The 3rd Sunday in Ordinary Time [C]

The Third Sunday in Ordinary Time [C]
Neh 8:2-4,5-6,8-10  +  1 Cor 12:12-30 [or 12:12-14,27]  +  Lk 1:1-4;4:14-21
January 27, 2019

Now the body is not a single part, but many.

Today’s Gospel passage is unusual in that it’s taken from two non-consecutive chapters.  The two sections from Luke don’t seem related at first hearing.  The first section is the first four verses of Luke.   It’s a prologue, in which St. Luke gives his rationale for you to listen to his Gospel account.

In this prologue, Luke mentions many members of the early Church.  But he only mentions one by name:  Theophilus, for whom St. Luke compiled his Gospel account.  So who are the others St. Luke mentions here, and why does he mention them?  He mentions them in order to put his account of the Gospel within the context of the Church.

Sometimes you’ll hear of Christians—especially our separated brethren—calling Christianity a “religion of the book”, the “book” in question being the Bible.  However, while the Bible lies at the heart of our Christian Faith, Christianity does have a more primary foundation on this earth, and that is the Church.  Christianity is more truly a “religion of the Church” than it is a “religion of the Book”.  To be clear:  it’s not that the Bible is not at the heart of the Faith, but rather that we need to put the horse before the cart.

Jesus founded the Church, but He did not write the New Testament:  He left that job to the apostles.  The writing of the New Testament was part of the mission that began on the day of Pentecost.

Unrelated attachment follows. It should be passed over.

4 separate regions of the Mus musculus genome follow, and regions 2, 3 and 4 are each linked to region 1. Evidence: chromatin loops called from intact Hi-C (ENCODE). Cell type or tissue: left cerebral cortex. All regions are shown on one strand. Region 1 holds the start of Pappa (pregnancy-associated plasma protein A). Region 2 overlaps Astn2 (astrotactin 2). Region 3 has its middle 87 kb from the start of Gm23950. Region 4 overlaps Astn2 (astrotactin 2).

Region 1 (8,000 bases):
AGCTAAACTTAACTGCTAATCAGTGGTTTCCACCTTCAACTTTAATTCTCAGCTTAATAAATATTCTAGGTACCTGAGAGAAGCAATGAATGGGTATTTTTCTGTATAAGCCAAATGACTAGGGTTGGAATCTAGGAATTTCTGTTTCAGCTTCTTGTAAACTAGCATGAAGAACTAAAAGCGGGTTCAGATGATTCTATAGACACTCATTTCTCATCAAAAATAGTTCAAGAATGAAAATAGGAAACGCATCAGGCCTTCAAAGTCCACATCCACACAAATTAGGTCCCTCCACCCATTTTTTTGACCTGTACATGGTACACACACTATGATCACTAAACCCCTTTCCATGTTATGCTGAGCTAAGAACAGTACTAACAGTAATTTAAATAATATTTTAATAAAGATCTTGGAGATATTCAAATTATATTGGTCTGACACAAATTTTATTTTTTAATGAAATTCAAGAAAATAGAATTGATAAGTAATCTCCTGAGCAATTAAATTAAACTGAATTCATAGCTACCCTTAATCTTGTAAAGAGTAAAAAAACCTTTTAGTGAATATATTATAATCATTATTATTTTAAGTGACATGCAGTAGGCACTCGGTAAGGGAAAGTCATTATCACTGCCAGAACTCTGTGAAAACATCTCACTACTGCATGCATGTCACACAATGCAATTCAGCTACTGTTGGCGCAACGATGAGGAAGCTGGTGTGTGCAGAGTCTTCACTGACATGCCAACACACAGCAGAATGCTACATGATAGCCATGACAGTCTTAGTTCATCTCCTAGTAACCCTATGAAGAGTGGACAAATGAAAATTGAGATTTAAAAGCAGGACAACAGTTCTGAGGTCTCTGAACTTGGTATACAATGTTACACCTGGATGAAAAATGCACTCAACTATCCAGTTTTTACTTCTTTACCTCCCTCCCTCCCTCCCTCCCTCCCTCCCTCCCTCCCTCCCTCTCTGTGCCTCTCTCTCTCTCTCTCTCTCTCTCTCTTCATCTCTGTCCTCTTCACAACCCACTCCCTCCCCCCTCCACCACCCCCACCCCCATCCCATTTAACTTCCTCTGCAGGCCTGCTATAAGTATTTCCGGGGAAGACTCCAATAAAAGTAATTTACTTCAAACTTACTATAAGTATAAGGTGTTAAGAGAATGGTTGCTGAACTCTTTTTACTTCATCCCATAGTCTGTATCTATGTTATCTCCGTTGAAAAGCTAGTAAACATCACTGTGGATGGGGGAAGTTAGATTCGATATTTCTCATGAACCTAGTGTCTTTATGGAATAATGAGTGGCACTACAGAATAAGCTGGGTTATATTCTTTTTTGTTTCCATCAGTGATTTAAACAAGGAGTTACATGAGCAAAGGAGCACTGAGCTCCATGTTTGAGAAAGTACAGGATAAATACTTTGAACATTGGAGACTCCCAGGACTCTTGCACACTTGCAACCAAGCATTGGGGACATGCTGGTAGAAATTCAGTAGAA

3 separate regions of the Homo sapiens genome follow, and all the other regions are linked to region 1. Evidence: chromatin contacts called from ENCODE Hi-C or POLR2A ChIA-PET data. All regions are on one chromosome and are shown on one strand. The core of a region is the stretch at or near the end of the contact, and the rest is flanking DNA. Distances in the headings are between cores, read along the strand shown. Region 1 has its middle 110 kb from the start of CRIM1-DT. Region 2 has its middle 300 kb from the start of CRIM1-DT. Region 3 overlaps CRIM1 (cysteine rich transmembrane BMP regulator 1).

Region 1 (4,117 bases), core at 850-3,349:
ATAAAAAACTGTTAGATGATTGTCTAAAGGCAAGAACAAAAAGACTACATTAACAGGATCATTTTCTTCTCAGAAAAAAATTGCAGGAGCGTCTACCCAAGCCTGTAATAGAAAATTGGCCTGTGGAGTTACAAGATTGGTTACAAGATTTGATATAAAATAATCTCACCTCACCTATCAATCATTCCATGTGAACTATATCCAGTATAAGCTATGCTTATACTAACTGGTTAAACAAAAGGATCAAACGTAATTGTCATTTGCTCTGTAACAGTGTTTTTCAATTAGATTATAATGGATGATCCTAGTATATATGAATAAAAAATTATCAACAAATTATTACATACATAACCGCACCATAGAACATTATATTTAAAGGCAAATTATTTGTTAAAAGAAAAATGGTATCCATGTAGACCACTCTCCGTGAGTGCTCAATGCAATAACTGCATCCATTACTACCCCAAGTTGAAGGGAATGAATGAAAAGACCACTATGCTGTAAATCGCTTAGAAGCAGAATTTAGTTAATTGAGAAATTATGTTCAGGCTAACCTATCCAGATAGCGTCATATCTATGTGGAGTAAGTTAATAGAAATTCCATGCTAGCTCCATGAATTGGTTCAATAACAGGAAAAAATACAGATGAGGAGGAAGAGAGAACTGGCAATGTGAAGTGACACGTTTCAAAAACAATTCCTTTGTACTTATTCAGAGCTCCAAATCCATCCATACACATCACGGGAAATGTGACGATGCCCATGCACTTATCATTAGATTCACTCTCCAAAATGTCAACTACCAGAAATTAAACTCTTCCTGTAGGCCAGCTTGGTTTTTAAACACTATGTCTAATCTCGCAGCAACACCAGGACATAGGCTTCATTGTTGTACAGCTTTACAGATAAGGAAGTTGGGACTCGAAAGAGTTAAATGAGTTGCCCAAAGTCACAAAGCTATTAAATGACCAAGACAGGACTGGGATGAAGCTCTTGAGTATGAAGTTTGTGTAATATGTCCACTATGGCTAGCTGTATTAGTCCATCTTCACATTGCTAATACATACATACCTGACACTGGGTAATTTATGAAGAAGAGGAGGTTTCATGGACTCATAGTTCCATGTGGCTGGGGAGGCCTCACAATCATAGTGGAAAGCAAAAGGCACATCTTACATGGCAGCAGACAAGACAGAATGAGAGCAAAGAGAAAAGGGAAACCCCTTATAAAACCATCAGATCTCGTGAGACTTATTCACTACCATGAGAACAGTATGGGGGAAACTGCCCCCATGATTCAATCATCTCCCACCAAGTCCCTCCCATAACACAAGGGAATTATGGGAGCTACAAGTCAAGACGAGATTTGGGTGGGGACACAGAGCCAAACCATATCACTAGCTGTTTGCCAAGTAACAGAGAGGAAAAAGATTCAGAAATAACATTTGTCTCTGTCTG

In other words, the Bible came from the Church.  The Church did not grow out of the Bible.  Fifty-two days before Pentecost, at the Last Supper, Jesus had instituted the Holy Sacrifice of the Mass and the ordained Priesthood.  All the fundamentals of our Catholic Church were already in existence decades before even the first book of the New Testament was written.

It’s in light of this that St. Luke the Evangelist points out in his prologue that “just as those who were eyewitnesses from the beginning and ministers of the word have handed [the events of Jesus] down” by word of mouth, so Luke himself in turn decided to write his Gospel account “down in an orderly sequence”.  Why does St. Luke do this?  He tells us:  “so that you may realize the certainty of the teachings you have received.”

The Bible did not fall out of the sky, bound in leather.  The Holy Spirit, who is the primary author of Sacred Scripture, chose ordinary Christians in those first decades of the Church to pass on by word of mouth the words and works of Jesus.  In the twenty-first century, we’re blessed to have free access to Scripture, general literacy, and study guides written by faithful Catholic Scripture teachers.  Nonetheless, we should not forget that the original means of handing on the Good News was Christians sharing the Gospel by sharing their experiences of being disciples.  This process of oral tradition occurred countless times before the first word of the New Testament was ever written down.

This process of the Word of God taking shape in the New Testament by means of tradition teaches us an important lesson about the Church.  Being a Christian is not just about “me and Jesus”.  Being a Christian means recognizing that our own lives are bound up with the other members of the Mystical Body of Christ.  The grace of our Lord Jesus Christ, more often than not, flows into your life through the Communion of Saints:  that is, through your fellow members within the Body of Christ.  This is by God’s design.

God promises to give us always the grace we need to face any situation, but sometimes we refuse His grace because we refuse the means by which He wills to give us that grace.  Within the body of the Church, God strengthens us through each other.  How many members of your parish family do you not yet know?  How many of them does God want to use as your brothers and sisters in Christ in order to bear His grace to you, and vice versa?

OT 10-2